By the way, Russell’s pal, Whitehead, in his process philosophy, felt in a sense that the universe itself was godlike, so chew on that if you’re a diehard atheist.

  13. billyjoe says

    Irreverant Bastard,

    http://28.media.tumblr.com/tumblr_lx8zae9nSD1qip17ko1_500.jpg

    That is a very good starting point on any discussion regarding agnosticism v atheism.

    I am an atheist by which I mean that I do not hold a belief in theistic gods.
    But someone who had never heard of theistic gods would also be an atheist because, not having heard of theistic gods, they obviously could not hold a belief in them.
    I am an atheist not only because there is no evidence that theistic gods exist, but becasue there is lots of evidence that they do not. This evidence does not amount to one hiundred percent proof, but it’s pretty close.
    That would make me a gnostic atheist.

    My message to agnostics:
    It is simply untrue that there is no evidence against gods

  14. says

    Meh. The only kind of deities I care about are those that can directly influence outcomes in this universe (e. g., stop a hurricane, get you a parking spot, win a battle, etc.)

    If people wish to speculate on non-intervening deities or to say that nature is some sort of “spiritual being”, whatever.

  15. 'Tis Himself, OM. says

    The problem with this is there are several possibilities for god(s):

    ● There’s the interventionist god(s) who answers prayers (except from amputees, for some reason) and otherwise interferes with the universe.

    ● There’s the god(s) who do interfere with the universe but do it so subtly the interference is undetectable.

    ● There’s the god(s) who got everything going and then, either through choice or ability, do not interfere in the universe again.

    The last two types of god(s) are effectively indistinguishable from no god(s). It’s the first type of god(s), who decide which team wins football games and worry about teenagers masturbating, that can be tested for. The results of those tests are usually negative and are, at best, ambiguous. These are the sorts of gods we can say there’s no evidence for.

  16. says

    I expect that the biggest reason that agnostics get along better with the religious is that the religious get along better with them. Atheists (such as Madalyn Murray O’Hair) were and are seen as much as god haters as they are as simply god deniers. And it’s the agnostics that actually find no evidence to believe as opposed to the many atheists who search out and find evidence to disbelieve that which they would otherwise hate.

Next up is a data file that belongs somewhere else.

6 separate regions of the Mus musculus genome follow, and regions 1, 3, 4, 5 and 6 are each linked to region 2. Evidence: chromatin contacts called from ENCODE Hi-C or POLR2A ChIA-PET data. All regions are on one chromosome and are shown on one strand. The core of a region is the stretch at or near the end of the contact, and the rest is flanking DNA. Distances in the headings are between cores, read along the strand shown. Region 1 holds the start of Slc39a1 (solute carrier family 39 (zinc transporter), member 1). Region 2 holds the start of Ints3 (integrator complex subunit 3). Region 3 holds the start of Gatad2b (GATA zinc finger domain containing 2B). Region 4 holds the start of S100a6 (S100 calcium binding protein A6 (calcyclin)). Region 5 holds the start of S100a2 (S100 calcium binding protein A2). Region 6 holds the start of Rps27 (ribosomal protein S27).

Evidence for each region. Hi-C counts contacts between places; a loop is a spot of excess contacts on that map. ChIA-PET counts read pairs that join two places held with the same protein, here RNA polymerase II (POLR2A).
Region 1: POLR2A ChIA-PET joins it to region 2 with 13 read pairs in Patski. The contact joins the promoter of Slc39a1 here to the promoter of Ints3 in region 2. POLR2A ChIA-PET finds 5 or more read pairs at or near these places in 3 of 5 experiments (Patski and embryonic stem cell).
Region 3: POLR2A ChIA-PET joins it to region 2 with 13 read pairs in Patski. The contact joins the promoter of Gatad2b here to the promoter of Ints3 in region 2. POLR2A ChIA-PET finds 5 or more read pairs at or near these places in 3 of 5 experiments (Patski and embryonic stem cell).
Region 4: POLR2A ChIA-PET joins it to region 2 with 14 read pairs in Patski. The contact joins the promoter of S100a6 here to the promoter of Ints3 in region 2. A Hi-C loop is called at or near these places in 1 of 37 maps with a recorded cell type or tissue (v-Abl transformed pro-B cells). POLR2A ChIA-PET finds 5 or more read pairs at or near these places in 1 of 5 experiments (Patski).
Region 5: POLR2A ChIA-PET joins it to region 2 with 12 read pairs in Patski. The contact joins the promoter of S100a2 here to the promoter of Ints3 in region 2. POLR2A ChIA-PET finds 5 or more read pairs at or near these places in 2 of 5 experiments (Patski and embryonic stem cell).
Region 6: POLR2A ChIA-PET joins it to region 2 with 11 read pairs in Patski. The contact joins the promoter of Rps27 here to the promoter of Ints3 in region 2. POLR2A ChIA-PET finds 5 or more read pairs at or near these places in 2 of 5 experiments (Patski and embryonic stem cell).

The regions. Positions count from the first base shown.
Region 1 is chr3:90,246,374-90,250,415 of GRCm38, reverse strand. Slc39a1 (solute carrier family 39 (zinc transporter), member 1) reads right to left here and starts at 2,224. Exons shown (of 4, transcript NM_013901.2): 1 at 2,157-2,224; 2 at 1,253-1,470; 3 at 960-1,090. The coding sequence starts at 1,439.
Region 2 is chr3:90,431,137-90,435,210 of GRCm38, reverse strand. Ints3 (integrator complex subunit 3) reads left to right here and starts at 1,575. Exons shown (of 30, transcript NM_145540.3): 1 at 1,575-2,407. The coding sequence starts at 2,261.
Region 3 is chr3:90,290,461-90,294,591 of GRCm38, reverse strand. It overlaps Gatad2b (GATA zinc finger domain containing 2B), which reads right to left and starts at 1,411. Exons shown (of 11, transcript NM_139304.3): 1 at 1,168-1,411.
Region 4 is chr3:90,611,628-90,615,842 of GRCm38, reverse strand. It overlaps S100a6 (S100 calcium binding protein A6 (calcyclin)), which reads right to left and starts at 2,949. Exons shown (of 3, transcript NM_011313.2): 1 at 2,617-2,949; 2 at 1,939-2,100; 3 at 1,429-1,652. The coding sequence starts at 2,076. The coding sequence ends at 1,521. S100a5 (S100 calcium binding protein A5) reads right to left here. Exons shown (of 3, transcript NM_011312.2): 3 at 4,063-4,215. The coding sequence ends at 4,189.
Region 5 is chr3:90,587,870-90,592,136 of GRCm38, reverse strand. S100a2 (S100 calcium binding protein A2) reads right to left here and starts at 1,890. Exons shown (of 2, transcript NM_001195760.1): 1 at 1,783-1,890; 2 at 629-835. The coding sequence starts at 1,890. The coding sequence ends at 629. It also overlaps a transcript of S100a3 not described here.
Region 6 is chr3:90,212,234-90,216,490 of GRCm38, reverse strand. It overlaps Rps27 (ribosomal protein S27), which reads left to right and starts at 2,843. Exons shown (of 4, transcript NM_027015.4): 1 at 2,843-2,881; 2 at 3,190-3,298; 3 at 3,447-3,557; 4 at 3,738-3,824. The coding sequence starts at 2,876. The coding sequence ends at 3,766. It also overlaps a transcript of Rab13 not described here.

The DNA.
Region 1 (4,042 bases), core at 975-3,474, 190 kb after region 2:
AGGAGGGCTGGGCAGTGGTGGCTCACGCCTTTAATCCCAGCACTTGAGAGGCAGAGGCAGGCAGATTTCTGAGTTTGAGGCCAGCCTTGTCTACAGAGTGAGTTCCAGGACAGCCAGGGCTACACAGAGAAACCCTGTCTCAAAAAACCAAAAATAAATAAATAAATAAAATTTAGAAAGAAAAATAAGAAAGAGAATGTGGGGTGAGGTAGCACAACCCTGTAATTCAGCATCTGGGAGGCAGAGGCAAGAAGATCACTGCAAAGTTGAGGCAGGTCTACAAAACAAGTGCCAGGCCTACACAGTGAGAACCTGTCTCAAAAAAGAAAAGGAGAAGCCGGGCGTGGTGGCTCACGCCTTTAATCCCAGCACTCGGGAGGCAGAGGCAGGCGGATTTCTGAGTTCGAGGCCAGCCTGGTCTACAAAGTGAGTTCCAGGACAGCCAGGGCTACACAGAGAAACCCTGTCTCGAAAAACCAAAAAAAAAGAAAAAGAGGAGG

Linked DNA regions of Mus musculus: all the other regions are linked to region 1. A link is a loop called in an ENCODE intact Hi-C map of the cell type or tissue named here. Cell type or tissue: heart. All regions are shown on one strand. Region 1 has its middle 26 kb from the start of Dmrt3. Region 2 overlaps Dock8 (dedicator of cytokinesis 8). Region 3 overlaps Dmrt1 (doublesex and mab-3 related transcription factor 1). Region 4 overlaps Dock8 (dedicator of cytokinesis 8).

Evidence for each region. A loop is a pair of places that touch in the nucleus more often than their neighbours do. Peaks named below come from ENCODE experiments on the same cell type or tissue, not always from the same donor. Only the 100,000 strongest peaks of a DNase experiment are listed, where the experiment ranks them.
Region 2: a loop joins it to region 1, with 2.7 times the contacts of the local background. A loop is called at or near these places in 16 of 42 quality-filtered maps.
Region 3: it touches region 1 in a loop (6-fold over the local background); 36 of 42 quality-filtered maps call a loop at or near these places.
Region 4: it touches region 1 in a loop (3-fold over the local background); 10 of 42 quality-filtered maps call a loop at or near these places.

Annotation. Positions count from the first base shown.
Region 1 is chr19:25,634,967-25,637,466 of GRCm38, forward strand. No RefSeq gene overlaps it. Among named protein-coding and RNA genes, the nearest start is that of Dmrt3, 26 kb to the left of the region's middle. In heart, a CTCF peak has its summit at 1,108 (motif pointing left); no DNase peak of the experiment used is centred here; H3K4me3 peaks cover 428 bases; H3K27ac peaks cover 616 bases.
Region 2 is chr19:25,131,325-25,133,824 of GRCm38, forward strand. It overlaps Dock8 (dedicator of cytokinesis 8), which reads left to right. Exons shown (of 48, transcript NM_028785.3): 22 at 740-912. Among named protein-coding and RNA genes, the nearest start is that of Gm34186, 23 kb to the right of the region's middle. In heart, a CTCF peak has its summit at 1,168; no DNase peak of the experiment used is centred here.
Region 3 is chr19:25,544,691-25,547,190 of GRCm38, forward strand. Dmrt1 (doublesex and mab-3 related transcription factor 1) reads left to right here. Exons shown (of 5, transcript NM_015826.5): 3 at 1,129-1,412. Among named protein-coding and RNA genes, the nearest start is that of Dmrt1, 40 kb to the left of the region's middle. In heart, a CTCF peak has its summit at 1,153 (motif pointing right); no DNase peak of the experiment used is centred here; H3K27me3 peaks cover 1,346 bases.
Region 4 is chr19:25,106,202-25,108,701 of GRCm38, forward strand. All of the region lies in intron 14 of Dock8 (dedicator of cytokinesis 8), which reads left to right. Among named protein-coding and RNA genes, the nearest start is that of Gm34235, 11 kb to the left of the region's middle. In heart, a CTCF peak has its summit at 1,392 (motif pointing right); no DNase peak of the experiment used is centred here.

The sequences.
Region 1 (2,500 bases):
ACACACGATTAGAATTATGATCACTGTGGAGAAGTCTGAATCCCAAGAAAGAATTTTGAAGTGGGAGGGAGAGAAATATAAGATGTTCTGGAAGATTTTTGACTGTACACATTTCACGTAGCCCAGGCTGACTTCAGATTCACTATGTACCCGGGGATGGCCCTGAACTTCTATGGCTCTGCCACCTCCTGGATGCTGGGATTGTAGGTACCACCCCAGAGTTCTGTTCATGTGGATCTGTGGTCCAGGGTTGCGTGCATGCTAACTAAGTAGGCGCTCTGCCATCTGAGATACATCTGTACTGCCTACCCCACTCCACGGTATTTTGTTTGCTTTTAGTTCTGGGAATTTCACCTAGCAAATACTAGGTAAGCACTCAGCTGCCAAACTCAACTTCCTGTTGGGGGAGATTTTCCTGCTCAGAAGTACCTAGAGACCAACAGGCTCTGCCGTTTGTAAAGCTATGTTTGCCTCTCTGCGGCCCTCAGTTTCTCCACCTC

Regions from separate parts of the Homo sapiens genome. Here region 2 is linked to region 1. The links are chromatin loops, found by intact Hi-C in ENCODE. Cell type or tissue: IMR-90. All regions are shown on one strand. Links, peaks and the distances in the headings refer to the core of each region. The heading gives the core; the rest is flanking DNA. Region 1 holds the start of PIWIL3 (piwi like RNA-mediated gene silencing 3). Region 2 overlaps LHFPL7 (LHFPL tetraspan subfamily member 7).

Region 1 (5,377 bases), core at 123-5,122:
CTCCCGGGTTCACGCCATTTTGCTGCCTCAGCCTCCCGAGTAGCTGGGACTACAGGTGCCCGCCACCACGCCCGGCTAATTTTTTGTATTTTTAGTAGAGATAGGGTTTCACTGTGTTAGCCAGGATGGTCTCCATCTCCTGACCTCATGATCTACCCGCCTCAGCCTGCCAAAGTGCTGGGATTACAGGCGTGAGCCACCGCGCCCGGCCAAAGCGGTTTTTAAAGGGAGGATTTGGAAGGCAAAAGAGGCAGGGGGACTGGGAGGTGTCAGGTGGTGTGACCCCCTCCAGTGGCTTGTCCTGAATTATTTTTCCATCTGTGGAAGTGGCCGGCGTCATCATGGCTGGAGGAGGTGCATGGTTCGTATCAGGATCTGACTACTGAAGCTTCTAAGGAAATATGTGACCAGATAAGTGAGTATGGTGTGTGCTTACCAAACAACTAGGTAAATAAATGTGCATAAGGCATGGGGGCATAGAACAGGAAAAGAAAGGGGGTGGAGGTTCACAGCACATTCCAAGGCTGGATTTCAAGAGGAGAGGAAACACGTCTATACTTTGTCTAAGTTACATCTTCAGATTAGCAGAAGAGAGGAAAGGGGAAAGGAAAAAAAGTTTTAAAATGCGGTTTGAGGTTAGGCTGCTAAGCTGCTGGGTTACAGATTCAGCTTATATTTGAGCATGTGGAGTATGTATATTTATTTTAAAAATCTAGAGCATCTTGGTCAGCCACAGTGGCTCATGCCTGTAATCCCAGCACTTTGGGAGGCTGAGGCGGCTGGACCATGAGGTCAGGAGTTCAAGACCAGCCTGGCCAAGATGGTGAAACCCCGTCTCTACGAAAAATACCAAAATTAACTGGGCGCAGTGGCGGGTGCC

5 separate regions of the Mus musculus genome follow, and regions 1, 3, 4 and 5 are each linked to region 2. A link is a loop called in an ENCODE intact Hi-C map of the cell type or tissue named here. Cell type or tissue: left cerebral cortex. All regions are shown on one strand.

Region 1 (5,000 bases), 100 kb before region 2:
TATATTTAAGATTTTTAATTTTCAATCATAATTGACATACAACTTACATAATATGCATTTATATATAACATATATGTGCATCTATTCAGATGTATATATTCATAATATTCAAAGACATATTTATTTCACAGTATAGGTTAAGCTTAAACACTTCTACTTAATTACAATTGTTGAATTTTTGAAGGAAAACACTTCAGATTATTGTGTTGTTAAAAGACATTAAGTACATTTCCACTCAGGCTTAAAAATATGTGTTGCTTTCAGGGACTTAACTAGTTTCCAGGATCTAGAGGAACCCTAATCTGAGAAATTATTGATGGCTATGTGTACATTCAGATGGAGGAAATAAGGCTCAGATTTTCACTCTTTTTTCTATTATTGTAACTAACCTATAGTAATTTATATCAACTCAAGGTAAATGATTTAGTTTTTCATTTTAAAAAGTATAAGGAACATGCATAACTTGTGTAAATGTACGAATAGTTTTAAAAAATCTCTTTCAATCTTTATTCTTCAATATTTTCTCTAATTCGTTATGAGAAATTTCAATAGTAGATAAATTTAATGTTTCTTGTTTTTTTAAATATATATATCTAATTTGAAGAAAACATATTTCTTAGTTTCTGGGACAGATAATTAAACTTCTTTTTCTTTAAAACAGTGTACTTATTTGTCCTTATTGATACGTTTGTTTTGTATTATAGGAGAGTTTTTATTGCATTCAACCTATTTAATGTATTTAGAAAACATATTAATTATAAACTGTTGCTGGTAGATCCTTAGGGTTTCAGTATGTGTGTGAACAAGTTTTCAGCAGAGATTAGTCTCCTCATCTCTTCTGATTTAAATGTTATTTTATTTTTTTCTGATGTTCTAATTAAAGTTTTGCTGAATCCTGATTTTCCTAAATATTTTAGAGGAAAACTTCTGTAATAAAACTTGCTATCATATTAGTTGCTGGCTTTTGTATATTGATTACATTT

17. ollie says

    Well, most of us reject benevolent deities as there is no evidence for such.

    But yes, the god of the bible is certainly worthy of scorn and disgust (mass murders, rapes, enslavements, etc.) as much as any character of fiction. Also, the “faith” that this deity is somehow good “just because” is worthy of contempt.

    Of course, the obnoxiousness of this character irrelevant as to whether it exists or not.

  18. billyjoe says

    Atheism or a-theism means no belief in theism.
    Theism is a belief in interventionist gods.
    So, I think we agree

  19. says

    You reject benevolent deities out of hand, but those obnoxious varieties are a bit more dangerous to imagine? Makes you a closet agnostic, no?

  20. ollie says

    Uh, what I said is that the degree of benevolence or degree of obnoxiousness has no bearing on existence questions.

  21. julian says

    So, I just reviewed what ollie said, Roy Niles, and I can’t find where ollie says xe’s unwilling to consider cruel or sadistic deities.

  22. Anii says

    Agnosticism is not the insecurity of believing in a deity or not. It is about the existence of deities. An agnostic might believe in a god/gods or not but they do not draw an immediate conclusion that a deity exists or not. Hardliner atheists think that the nonexistence of a deity is fact while strong theists view the existence of a deity as truth. Agnostics just say that we shouldnt be so sure about it.

  23. Warren says

    It is this arrogance that you actually think you know what “reality” is, that makes an athiest like me run a mile from your intellectual position. .

  24. says

    Actually, we find the religious more congenial specifically because it’s NOT trying to give us hokey pokey brainwashing nonsense but at least IS trying to give us a better sense of reality even if still failing at it.

Leave a Reply

Your email address will not be published. Required fields are marked *

You may use these HTML tags and attributes: <a href="" title=""> <abbr title=""> <acronym title=""> <b> <blockquote cite=""> <cite> <code> <del datetime=""> <em> <i> <q cite=""> <strike> <strong>